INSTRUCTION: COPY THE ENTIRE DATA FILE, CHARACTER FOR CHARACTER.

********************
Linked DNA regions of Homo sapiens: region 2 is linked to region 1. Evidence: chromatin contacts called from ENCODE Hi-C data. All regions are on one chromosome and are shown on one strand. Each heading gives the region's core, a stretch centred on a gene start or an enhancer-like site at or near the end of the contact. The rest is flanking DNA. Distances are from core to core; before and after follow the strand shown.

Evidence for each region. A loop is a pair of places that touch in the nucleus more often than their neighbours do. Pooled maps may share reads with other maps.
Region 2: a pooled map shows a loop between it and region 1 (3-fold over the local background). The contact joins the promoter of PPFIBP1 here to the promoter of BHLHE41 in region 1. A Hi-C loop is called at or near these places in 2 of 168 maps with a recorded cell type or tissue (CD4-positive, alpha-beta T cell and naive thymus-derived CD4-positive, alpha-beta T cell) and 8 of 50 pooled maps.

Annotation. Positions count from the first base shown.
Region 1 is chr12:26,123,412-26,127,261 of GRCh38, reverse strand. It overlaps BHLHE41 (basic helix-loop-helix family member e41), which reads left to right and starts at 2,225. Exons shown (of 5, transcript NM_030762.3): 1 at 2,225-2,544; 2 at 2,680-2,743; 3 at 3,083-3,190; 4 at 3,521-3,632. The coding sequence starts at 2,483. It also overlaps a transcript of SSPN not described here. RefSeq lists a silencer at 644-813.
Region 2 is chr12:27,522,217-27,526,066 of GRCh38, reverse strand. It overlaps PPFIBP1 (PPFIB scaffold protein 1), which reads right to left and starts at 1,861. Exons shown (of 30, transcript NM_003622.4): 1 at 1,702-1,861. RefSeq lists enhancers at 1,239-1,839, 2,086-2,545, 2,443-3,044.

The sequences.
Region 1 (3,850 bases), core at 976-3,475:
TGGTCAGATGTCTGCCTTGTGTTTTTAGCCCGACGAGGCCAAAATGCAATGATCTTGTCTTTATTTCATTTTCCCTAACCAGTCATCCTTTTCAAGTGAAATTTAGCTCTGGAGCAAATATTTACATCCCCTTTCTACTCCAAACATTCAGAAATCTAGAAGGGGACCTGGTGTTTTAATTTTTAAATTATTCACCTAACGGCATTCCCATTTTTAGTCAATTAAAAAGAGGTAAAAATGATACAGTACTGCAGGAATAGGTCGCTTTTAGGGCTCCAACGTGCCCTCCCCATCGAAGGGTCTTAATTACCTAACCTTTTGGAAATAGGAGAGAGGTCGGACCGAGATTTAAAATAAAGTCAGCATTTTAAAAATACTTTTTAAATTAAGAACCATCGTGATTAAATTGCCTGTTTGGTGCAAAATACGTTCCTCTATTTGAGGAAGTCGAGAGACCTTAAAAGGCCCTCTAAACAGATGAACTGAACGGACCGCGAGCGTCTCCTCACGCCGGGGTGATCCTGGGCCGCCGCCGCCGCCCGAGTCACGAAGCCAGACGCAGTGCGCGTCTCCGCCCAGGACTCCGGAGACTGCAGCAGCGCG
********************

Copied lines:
Linked DNA regions of Homo sapiens: region 2 is linked to region 1. Evidence: chromatin contacts called from ENCODE Hi-C data. All regions are on one chromosome and are shown on one strand. Each heading gives the region's core, a stretch centred on a gene start or an enhancer-like site at or near the end of the contact. The rest is flanking DNA. Distances are from core to core; before and after follow the strand shown.

Evidence for each region. A loop is a pair of places that touch in the nucleus more often than their neighbours do. Pooled maps may share reads with other maps.
Region 2: a pooled map shows a loop between it and region 1 (3-fold over the local background). The contact joins the promoter of PPFIBP1 here to the promoter of BHLHE41 in region 1. A Hi-C loop is called at or near these places in 2 of 168 maps with a recorded cell type or tissue (CD4-positive, alpha-beta T cell and naive thymus-derived CD4-positive, alpha-beta T cell) and 8 of 50 pooled maps.

Annotation. Positions count from the first base shown.
Region 1 is chr12:26,123,412-26,127,261 of GRCh38, reverse strand. It overlaps BHLHE41 (basic helix-loop-helix family member e41), which reads left to right and starts at 2,225. Exons shown (of 5, transcript NM_030762.3): 1 at 2,225-2,544; 2 at 2,680-2,743; 3 at 3,083-3,190; 4 at 3,521-3,632. The coding sequence starts at 2,483. It also overlaps a transcript of SSPN not described here. RefSeq lists a silencer at 644-813.
Region 2 is chr12:27,522,217-27,526,066 of GRCh38, reverse strand. It overlaps PPFIBP1 (PPFIB scaffold protein 1), which reads right to left and starts at 1,861. Exons shown (of 30, transcript NM_003622.4): 1 at 1,702-1,861. RefSeq lists enhancers at 1,239-1,839, 2,086-2,545, 2,443-3,044.

The sequences.
Region 1 (3,850 bases), core at 976-3,475:
TGGTCAGATGTCTGCCTTGTGTTTTTAGCCCGACGAGGCCAAAATGCAATGATCTTGTCTTTATTTCATTTTCCCTAACCAGTCATCCTTTTCAAGTGAAATTTAGCTCTGGAGCAAATATTTACATCCCCTTTCTACTCCAAACATTCAGAAATCTAGAAGGGGACCTGGTGTTTTAATTTTTAAATTATTCACCTAACGGCATTCCCATTTTTAGTCAATTAAAAAGAGGTAAAAATGATACAGTACTGCAGGAATAGGTCGCTTTTAGGGCTCCAACGTGCCCTCCCCATCGAAGGGTCTTAATTACCTAACCTTTTGGAAATAGGAGAGAGGTCGGACCGAGATTTAAAATAAAGTCAGCATTTTAAAAATACTTTTTAAATTAAGAACCATCGTGATTAAATTGCCTGTTTGGTGCAAAATACGTTCCTCTATTTGAGGAAGTCGAGAGACCTTAAAAGGCCCTCTAAACAGATGAACTGAACGGACCGCGAGCGTCTCCTCACGCCGGGGTGATCCTGGGCCGCCGCCGCCGCCCGAGTCACGAAGCCAGACGCAGTGCGCGTCTCCGCCCAGGACTCCGGAGACTGCAGCAGCGCG